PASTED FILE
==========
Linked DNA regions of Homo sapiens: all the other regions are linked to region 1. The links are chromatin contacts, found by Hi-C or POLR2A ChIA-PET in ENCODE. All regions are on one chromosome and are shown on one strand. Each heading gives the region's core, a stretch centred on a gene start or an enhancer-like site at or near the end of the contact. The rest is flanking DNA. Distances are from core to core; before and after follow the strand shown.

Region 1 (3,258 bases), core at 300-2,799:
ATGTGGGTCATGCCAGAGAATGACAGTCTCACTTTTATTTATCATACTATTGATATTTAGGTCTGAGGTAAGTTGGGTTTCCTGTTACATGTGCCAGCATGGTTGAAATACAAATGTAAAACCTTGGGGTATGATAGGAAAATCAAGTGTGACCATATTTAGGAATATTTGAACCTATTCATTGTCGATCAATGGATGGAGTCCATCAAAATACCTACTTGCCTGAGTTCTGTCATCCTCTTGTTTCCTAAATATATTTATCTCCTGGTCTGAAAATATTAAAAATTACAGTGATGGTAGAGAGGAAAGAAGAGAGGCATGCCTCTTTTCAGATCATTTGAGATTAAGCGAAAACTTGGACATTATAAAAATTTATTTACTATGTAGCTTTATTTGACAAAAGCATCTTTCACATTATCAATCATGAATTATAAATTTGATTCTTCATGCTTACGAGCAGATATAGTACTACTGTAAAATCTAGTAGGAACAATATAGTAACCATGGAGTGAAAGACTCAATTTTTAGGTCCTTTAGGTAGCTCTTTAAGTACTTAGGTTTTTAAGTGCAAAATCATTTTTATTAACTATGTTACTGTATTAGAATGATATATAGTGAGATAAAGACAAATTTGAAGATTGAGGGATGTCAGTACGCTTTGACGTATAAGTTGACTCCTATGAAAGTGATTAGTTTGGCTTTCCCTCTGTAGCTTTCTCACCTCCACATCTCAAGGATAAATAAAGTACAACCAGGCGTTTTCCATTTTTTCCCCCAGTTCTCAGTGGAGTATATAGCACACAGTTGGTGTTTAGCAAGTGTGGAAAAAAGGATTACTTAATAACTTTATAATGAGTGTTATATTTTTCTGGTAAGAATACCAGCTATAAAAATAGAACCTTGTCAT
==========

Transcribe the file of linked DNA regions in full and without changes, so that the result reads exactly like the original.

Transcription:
Linked DNA regions of Homo sapiens: all the other regions are linked to region 1. The links are chromatin contacts, found by Hi-C or POLR2A ChIA-PET in ENCODE. All regions are on one chromosome and are shown on one strand. Each heading gives the region's core, a stretch centred on a gene start or an enhancer-like site at or near the end of the contact. The rest is flanking DNA. Distances are from core to core; before and after follow the strand shown.

Region 1 (3,258 bases), core at 300-2,799:
ATGTGGGTCATGCCAGAGAATGACAGTCTCACTTTTATTTATCATACTATTGATATTTAGGTCTGAGGTAAGTTGGGTTTCCTGTTACATGTGCCAGCATGGTTGAAATACAAATGTAAAACCTTGGGGTATGATAGGAAAATCAAGTGTGACCATATTTAGGAATATTTGAACCTATTCATTGTCGATCAATGGATGGAGTCCATCAAAATACCTACTTGCCTGAGTTCTGTCATCCTCTTGTTTCCTAAATATATTTATCTCCTGGTCTGAAAATATTAAAAATTACAGTGATGGTAGAGAGGAAAGAAGAGAGGCATGCCTCTTTTCAGATCATTTGAGATTAAGCGAAAACTTGGACATTATAAAAATTTATTTACTATGTAGCTTTATTTGACAAAAGCATCTTTCACATTATCAATCATGAATTATAAATTTGATTCTTCATGCTTACGAGCAGATATAGTACTACTGTAAAATCTAGTAGGAACAATATAGTAACCATGGAGTGAAAGACTCAATTTTTAGGTCCTTTAGGTAGCTCTTTAAGTACTTAGGTTTTTAAGTGCAAAATCATTTTTATTAACTATGTTACTGTATTAGAATGATATATAGTGAGATAAAGACAAATTTGAAGATTGAGGGATGTCAGTACGCTTTGACGTATAAGTTGACTCCTATGAAAGTGATTAGTTTGGCTTTCCCTCTGTAGCTTTCTCACCTCCACATCTCAAGGATAAATAAAGTACAACCAGGCGTTTTCCATTTTTTCCCCCAGTTCTCAGTGGAGTATATAGCACACAGTTGGTGTTTAGCAAGTGTGGAAAAAAGGATTACTTAATAACTTTATAATGAGTGTTATATTTTTCTGGTAAGAATACCAGCTATAAAAATAGAACCTTGTCAT